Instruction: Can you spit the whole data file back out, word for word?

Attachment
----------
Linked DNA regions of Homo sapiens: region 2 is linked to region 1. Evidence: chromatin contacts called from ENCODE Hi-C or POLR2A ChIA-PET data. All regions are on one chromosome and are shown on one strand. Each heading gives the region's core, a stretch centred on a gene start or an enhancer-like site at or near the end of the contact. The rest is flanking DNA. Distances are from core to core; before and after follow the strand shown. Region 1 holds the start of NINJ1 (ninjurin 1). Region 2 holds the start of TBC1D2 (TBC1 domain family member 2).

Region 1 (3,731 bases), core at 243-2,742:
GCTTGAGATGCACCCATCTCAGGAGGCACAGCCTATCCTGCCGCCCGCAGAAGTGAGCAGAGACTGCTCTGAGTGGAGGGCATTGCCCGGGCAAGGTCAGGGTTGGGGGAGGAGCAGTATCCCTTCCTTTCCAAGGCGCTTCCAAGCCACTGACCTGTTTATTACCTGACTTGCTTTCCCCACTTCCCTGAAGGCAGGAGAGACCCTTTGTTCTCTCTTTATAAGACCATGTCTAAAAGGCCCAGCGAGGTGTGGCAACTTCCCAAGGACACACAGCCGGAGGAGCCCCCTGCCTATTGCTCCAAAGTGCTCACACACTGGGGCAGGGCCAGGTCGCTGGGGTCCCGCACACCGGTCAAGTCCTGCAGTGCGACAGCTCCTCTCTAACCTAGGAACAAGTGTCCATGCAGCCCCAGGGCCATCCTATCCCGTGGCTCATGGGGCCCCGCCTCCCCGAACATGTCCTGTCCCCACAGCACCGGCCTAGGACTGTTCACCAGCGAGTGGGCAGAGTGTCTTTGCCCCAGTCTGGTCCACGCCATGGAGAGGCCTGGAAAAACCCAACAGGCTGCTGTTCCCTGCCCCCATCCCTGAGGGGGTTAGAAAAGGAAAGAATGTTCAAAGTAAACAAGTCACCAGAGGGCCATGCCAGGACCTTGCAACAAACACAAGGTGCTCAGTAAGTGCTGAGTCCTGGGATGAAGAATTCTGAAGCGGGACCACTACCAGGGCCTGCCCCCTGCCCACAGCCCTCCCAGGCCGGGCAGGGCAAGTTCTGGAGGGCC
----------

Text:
Linked DNA regions of Homo sapiens: region 2 is linked to region 1. Evidence: chromatin contacts called from ENCODE Hi-C or POLR2A ChIA-PET data. All regions are on one chromosome and are shown on one strand. Each heading gives the region's core, a stretch centred on a gene start or an enhancer-like site at or near the end of the contact. The rest is flanking DNA. Distances are from core to core; before and after follow the strand shown. Region 1 holds the start of NINJ1 (ninjurin 1). Region 2 holds the start of TBC1D2 (TBC1 domain family member 2).

Region 1 (3,731 bases), core at 243-2,742:
GCTTGAGATGCACCCATCTCAGGAGGCACAGCCTATCCTGCCGCCCGCAGAAGTGAGCAGAGACTGCTCTGAGTGGAGGGCATTGCCCGGGCAAGGTCAGGGTTGGGGGAGGAGCAGTATCCCTTCCTTTCCAAGGCGCTTCCAAGCCACTGACCTGTTTATTACCTGACTTGCTTTCCCCACTTCCCTGAAGGCAGGAGAGACCCTTTGTTCTCTCTTTATAAGACCATGTCTAAAAGGCCCAGCGAGGTGTGGCAACTTCCCAAGGACACACAGCCGGAGGAGCCCCCTGCCTATTGCTCCAAAGTGCTCACACACTGGGGCAGGGCCAGGTCGCTGGGGTCCCGCACACCGGTCAAGTCCTGCAGTGCGACAGCTCCTCTCTAACCTAGGAACAAGTGTCCATGCAGCCCCAGGGCCATCCTATCCCGTGGCTCATGGGGCCCCGCCTCCCCGAACATGTCCTGTCCCCACAGCACCGGCCTAGGACTGTTCACCAGCGAGTGGGCAGAGTGTCTTTGCCCCAGTCTGGTCCACGCCATGGAGAGGCCTGGAAAAACCCAACAGGCTGCTGTTCCCTGCCCCCATCCCTGAGGGGGTTAGAAAAGGAAAGAATGTTCAAAGTAAACAAGTCACCAGAGGGCCATGCCAGGACCTTGCAACAAACACAAGGTGCTCAGTAAGTGCTGAGTCCTGGGATGAAGAATTCTGAAGCGGGACCACTACCAGGGCCTGCCCCCTGCCCACAGCCCTCCCAGGCCGGGCAGGGCAAGTTCTGGAGGGCC